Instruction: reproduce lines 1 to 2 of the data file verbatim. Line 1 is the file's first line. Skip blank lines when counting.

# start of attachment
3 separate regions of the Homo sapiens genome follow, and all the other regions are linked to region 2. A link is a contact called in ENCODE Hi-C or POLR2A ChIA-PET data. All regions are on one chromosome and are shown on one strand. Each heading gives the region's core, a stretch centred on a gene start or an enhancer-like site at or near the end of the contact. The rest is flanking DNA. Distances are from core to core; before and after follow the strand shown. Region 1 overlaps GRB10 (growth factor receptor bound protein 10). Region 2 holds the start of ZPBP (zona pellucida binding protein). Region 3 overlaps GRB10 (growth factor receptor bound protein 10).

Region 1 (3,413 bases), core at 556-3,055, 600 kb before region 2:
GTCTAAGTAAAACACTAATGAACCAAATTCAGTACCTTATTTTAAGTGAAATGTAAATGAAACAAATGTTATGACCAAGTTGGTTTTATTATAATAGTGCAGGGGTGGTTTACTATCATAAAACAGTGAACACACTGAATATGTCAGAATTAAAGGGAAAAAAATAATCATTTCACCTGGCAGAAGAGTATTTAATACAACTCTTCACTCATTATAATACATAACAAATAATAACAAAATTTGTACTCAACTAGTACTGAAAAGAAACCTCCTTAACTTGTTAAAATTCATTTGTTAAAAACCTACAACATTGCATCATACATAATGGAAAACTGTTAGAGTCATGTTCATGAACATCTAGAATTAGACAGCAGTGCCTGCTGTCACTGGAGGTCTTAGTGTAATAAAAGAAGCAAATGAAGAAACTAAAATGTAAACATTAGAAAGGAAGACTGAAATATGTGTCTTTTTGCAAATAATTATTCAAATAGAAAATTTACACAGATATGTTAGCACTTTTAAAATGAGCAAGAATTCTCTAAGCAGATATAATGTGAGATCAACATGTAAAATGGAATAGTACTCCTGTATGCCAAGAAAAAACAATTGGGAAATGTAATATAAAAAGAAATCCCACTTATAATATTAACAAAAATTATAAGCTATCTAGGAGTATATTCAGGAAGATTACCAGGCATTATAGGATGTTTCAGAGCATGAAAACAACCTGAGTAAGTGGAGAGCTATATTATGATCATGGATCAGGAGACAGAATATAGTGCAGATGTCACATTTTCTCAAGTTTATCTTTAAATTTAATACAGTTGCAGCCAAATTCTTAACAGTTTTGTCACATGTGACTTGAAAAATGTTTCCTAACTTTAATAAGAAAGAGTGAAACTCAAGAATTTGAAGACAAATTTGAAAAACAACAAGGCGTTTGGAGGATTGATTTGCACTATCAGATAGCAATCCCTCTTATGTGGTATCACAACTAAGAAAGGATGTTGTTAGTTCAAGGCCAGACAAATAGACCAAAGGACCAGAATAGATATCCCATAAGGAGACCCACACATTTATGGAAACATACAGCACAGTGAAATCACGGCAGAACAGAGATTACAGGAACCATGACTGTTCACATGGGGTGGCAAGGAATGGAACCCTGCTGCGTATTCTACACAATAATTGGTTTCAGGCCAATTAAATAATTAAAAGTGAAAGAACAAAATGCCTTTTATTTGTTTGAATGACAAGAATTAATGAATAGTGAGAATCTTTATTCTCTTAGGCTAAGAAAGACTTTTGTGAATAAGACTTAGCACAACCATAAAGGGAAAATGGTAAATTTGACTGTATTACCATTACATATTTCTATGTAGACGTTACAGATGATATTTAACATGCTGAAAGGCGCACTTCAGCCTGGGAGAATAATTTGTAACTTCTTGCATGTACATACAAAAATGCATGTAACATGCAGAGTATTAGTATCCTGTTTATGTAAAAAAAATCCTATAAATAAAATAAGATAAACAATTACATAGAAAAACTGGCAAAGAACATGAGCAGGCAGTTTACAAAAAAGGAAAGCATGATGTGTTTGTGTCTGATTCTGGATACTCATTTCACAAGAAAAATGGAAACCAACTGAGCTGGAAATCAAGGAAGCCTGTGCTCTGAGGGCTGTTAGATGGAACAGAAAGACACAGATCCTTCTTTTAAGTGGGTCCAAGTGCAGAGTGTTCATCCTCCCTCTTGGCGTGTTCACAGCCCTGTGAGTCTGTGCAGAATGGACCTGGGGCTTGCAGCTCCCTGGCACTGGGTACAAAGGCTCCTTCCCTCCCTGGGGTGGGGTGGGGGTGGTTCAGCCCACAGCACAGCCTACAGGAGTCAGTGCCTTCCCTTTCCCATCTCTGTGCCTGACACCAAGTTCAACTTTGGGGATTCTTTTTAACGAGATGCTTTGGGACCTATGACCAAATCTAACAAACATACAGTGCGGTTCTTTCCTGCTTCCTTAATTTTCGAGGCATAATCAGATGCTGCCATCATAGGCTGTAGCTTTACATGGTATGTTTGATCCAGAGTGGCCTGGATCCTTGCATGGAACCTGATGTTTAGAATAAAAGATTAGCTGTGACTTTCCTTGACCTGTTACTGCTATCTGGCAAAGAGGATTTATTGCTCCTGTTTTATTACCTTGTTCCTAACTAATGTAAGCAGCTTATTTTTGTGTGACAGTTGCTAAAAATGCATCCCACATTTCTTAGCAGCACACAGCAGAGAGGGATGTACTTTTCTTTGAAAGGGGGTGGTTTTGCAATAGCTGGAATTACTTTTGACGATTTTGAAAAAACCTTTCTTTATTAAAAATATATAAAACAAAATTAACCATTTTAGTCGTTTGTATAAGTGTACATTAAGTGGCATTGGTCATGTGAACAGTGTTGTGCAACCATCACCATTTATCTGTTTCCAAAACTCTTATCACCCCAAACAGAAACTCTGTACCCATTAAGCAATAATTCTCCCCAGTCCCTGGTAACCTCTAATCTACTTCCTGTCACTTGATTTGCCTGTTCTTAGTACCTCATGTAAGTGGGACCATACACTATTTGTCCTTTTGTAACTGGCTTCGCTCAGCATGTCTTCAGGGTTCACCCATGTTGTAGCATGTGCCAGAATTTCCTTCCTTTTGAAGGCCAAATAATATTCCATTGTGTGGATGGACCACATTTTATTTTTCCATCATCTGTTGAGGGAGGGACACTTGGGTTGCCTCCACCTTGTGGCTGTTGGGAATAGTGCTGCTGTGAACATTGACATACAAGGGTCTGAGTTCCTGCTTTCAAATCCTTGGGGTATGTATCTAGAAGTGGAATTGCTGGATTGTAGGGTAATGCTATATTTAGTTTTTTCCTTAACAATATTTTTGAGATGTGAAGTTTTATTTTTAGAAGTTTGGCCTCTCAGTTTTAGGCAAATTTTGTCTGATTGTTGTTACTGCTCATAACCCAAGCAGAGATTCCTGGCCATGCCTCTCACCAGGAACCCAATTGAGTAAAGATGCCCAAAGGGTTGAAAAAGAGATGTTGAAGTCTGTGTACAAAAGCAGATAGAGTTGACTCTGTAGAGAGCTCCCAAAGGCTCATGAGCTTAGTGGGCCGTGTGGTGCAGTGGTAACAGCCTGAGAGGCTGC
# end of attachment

3 separate regions of the Homo sapiens genome follow, and all the other regions are linked to region 2. A link is a contact called in ENCODE Hi-C or POLR2A ChIA-PET data. All regions are on one chromosome and are shown on one strand. Each heading gives the region's core, a stretch centred on a gene start or an enhancer-like site at or near the end of the contact. The rest is flanking DNA. Distances are from core to core; before and after follow the strand shown. Region 1 overlaps GRB10 (growth factor receptor bound protein 10). Region 2 holds the start of ZPBP (zona pellucida binding protein). Region 3 overlaps GRB10 (growth factor receptor bound protein 10).

Region 1 (3,413 bases), core at 556-3,055, 600 kb before region 2: